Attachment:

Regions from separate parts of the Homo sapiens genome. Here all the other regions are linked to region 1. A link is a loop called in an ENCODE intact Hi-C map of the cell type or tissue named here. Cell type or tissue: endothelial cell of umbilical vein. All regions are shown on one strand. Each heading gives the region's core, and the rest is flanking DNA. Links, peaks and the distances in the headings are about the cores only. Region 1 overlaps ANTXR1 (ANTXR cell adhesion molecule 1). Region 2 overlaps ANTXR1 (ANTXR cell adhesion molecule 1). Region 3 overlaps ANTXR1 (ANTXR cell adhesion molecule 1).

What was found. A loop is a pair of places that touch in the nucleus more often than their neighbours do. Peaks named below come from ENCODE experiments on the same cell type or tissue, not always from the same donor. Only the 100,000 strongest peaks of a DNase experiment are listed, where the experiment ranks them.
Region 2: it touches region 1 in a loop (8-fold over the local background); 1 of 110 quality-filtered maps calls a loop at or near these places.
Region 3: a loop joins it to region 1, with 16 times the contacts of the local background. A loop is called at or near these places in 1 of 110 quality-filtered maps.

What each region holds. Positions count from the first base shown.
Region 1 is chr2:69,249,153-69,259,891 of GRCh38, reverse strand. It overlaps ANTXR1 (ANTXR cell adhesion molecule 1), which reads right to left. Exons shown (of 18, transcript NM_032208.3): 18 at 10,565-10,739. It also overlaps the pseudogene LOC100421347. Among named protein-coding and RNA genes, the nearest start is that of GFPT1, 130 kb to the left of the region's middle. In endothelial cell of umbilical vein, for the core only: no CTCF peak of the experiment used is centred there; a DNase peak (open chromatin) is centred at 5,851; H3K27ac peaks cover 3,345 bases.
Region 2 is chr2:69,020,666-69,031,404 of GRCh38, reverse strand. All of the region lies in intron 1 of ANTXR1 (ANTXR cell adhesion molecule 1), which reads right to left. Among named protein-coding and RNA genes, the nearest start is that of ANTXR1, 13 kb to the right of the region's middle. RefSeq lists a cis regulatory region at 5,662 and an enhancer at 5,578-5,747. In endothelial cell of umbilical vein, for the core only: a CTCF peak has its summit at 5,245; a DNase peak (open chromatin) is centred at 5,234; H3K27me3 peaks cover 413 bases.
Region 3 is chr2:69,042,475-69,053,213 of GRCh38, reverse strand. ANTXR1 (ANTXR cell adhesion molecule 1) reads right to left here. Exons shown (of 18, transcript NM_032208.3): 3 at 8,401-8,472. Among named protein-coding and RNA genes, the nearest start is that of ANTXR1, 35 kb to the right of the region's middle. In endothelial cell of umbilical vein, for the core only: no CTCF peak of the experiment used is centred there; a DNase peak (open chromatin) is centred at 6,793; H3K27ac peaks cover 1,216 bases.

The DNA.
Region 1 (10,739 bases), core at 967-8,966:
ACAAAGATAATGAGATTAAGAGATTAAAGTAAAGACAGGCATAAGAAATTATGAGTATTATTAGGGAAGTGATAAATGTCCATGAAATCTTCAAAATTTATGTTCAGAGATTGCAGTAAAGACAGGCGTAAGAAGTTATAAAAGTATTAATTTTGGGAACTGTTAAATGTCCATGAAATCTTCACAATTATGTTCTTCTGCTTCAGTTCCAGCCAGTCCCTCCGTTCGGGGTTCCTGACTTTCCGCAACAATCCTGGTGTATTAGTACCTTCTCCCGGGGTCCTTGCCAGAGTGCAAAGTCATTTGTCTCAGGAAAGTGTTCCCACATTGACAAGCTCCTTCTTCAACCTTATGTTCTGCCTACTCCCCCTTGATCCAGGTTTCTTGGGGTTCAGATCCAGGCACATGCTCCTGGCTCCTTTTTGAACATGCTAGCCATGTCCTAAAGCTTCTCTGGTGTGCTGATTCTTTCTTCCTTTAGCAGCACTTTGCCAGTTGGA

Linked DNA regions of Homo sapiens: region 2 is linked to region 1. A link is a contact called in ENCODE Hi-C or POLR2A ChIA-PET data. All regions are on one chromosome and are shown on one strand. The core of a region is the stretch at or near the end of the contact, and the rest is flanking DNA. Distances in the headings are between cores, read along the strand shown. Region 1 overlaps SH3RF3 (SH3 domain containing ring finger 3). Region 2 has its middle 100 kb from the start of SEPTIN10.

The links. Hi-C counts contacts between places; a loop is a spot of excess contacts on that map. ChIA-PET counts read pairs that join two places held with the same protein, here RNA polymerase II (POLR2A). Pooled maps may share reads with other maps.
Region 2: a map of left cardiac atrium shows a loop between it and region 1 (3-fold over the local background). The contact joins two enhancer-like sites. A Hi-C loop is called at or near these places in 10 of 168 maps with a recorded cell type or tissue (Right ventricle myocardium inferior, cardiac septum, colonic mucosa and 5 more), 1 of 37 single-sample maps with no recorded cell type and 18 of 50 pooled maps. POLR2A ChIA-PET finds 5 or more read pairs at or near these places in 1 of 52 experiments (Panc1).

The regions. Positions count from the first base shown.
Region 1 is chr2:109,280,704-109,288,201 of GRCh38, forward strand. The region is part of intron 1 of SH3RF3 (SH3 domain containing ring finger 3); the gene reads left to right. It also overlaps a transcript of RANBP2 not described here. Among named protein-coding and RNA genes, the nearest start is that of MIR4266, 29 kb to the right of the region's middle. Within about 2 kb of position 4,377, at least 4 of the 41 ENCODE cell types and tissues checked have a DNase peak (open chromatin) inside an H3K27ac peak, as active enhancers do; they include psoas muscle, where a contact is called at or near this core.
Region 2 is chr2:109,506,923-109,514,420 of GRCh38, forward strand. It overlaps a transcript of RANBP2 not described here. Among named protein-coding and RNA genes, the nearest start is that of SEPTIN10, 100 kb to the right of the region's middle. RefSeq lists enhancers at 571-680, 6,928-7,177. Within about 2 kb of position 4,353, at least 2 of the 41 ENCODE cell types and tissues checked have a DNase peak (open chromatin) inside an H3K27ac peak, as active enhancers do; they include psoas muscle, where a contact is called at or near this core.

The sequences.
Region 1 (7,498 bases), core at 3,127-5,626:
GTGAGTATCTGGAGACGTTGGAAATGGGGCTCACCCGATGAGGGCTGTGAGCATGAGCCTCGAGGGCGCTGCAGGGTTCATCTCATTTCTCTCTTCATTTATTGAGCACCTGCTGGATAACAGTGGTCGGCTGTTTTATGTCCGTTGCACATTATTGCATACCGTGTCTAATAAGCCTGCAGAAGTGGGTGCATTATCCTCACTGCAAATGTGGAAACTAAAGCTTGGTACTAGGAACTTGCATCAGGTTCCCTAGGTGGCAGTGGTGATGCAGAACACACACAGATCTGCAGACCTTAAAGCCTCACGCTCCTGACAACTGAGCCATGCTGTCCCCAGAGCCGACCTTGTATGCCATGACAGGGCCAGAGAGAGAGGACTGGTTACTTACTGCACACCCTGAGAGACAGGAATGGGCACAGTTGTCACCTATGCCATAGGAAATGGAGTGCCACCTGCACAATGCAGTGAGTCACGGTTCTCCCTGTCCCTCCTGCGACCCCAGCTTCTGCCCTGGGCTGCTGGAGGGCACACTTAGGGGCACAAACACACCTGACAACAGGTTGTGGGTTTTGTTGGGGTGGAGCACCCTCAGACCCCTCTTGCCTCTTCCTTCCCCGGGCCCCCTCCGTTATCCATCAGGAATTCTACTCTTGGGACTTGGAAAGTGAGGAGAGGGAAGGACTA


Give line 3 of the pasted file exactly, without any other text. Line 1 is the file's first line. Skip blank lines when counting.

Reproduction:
Region 2: it touches region 1 in a loop (8-fold over the local background); 1 of 110 quality-filtered maps calls a loop at or near these places.